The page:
All good things must end—and someday, perhaps soon, the 10-year-old US economic expansion may run out of steam. Next month, it will become the longest boom in US history. Executives are well aware that the party might end. But not many have paused to consider what happens after the economy tips into recession. How bad will it be? And how can companies prepare for and manage a downturn?
Our colleagues have explored these questions for the macroeconomy, and we have done the same for a much narrower slice that is at particular risk: the US banking industry. Depending on the scenario that triggers the recession (for example, a slowdown in China, perhaps triggered by a trade war), a moderate or severe recession might result. Our research suggests that industry-wide losses might range from $117 billion in a moderate downturn to $435 billion in a severe recession.
Consider what might happen in commercial real estate (CRE), one of the industry’s biggest exposures. Across the six scenarios we modeled, including the Federal Reserve’s CCAR tests and multiple commercially available outlooks, banking industry losses might range from $27 billion to as much as $58 billion. CRE has mushroomed in recent years; total CRE lending (by banks, insurers, and others) is the highest it’s ever been, at about $2.2 trillion, up from $1.6 trillion just before the global financial crisis. Banks account for about $1.3 trillion of all CRE lending. Their CRE loan books have expanded by 2.4 percent annually since 2010 and have grown about 30 percent in the past decade. Meantime the rates of charge-offs and loans transitioning into delinquency are moving into historically low territory.
Success can breed complacency, of course, and the worry is that lenders will not pause until it is too late, creating significant impairments for individual institutions. Of particular concern are smaller banks (those with less than $10 billion in assets) and regional banks (up to $100 billion). Small banks’ CRE assets grew by 26 percent from 2008 to 2017; regional banks’ CRE holdings grew by 52 percent. This rapid expansion has lifted the CRE portion of small banks’ total assets from 20 percent to 25.3 percent; at regional banks, the CRE book now accounts for 18 percent of the total, up from 12 percent in 2008.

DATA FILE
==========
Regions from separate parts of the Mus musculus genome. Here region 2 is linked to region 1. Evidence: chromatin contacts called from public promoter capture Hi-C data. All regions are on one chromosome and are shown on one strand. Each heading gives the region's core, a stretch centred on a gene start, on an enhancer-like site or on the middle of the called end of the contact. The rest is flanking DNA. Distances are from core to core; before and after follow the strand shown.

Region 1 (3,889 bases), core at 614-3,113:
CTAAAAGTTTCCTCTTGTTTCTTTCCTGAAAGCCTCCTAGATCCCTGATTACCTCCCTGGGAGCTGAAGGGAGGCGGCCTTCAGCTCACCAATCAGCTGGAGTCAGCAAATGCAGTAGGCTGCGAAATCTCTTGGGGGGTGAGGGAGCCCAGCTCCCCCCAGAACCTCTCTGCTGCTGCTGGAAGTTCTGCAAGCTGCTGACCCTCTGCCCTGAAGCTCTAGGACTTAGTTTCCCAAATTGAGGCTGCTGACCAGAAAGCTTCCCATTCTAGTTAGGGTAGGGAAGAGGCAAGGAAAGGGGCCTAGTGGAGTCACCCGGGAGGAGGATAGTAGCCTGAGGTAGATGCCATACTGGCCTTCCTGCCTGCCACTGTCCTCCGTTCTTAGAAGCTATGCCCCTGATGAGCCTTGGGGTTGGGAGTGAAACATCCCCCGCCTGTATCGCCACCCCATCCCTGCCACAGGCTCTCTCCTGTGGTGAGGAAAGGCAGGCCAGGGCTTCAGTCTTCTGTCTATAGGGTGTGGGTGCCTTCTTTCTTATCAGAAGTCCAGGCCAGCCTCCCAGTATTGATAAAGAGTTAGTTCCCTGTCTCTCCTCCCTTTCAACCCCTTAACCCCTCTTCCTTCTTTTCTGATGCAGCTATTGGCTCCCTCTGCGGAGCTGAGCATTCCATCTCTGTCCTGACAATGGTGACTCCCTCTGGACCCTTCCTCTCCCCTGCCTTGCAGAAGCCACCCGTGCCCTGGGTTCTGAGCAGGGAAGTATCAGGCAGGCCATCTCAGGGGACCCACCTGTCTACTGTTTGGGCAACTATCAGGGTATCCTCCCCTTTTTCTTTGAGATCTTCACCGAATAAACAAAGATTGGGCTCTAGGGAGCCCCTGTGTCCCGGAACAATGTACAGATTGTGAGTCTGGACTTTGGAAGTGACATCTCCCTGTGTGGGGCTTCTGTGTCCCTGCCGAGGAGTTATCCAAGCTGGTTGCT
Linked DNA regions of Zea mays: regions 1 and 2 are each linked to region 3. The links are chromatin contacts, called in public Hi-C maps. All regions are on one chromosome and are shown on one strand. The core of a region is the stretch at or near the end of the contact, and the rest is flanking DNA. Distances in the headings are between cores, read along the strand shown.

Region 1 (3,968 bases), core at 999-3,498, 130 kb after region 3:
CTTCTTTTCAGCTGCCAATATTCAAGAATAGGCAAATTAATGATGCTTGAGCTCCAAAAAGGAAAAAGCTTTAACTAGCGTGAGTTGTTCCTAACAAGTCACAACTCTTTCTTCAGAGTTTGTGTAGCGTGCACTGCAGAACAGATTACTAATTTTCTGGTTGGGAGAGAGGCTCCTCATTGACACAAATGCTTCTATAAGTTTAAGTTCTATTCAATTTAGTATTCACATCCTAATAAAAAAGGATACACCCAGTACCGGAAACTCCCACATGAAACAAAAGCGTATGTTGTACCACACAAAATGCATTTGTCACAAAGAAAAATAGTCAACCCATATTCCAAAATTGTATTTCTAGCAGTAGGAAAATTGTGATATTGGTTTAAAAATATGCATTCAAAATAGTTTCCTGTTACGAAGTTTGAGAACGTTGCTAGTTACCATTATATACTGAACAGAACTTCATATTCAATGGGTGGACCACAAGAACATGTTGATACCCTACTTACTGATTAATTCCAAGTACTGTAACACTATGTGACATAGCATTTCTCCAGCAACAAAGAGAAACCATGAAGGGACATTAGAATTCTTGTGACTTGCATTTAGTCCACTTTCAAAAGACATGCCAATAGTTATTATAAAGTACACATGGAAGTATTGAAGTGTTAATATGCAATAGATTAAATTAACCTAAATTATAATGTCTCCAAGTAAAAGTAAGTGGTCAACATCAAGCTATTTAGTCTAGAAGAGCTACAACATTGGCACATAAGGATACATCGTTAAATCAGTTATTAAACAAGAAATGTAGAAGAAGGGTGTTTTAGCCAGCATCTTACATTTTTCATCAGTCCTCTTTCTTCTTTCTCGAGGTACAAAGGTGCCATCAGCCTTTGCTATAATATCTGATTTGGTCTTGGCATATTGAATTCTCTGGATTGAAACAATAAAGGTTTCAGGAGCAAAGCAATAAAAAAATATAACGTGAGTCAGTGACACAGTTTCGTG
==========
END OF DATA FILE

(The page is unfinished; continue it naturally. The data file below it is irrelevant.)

Similarly, some regions seem already to be nearing a peak, creating the potential for greater exposure for lenders. Multifamily prices in San Francisco grew only 1.9 percent in 2017, much slower than the 8 percent annual uptick that the city has enjoyed since 2000. A similar slowdown took place in New York City: 5.9 percent price growth in 2017, compared with 10.7 percent annual growth since 2000. As banks keep lending into the shifting environment, the newest loans with the longest maturity will be most at risk.
Corporate and industrial lending (C&I) is another asset class we’re watching closely. Loan balances have grown 4.1 percent annually since 2008, to $2.3 trillion today. That’s about 80 percent higher than the pre-crisis peak. Depending on scenario, and on lenders’ portfolios, banks could see significant losses, with sectors such as retail and oil and gas firmly in the crosshairs. Total losses in this asset class, which we estimate could range from about $15 billion to about $85 billion, would be second only to credit cards. In fact, because of the strong growth in lending books, losses in even a moderate recession would reach levels similar to the global financial crisis.
Even if a bank has managed its CRE and C&I exposures well, or its balance sheet consists mainly of other assets, it is still at risk. Our research also explores the dynamics of contagion risk. In downturns, correlations between asset classes approach 100 percent, and unexpected links can emerge. No one knows, for example, how the vast and growing stock of student debt will behave in a crisis, and whether defaults here will lead to defaults in other asset classes.In our forthcoming paper, we explore the dynamics of each asset class under a variety of scenarios and offer ideas for banks on how to prepare. The short version? Banks must get better at using new analytical tools to anticipate trouble; strengthen the balance sheet through both big portfolio moves and tactical changes; and preserve income through greater efficiency. When losses start to appear, banks need to mitigate them through better underwriting, a reinvigorated collections approach, and smart hedging. Throughout it all, they need a leadership mindset to gain advantage over competitors. No one comes through a recession unscathed, but history teaches us that the best banks dramatically outperform the worst and set themselves up for greater success when the cycle turns again.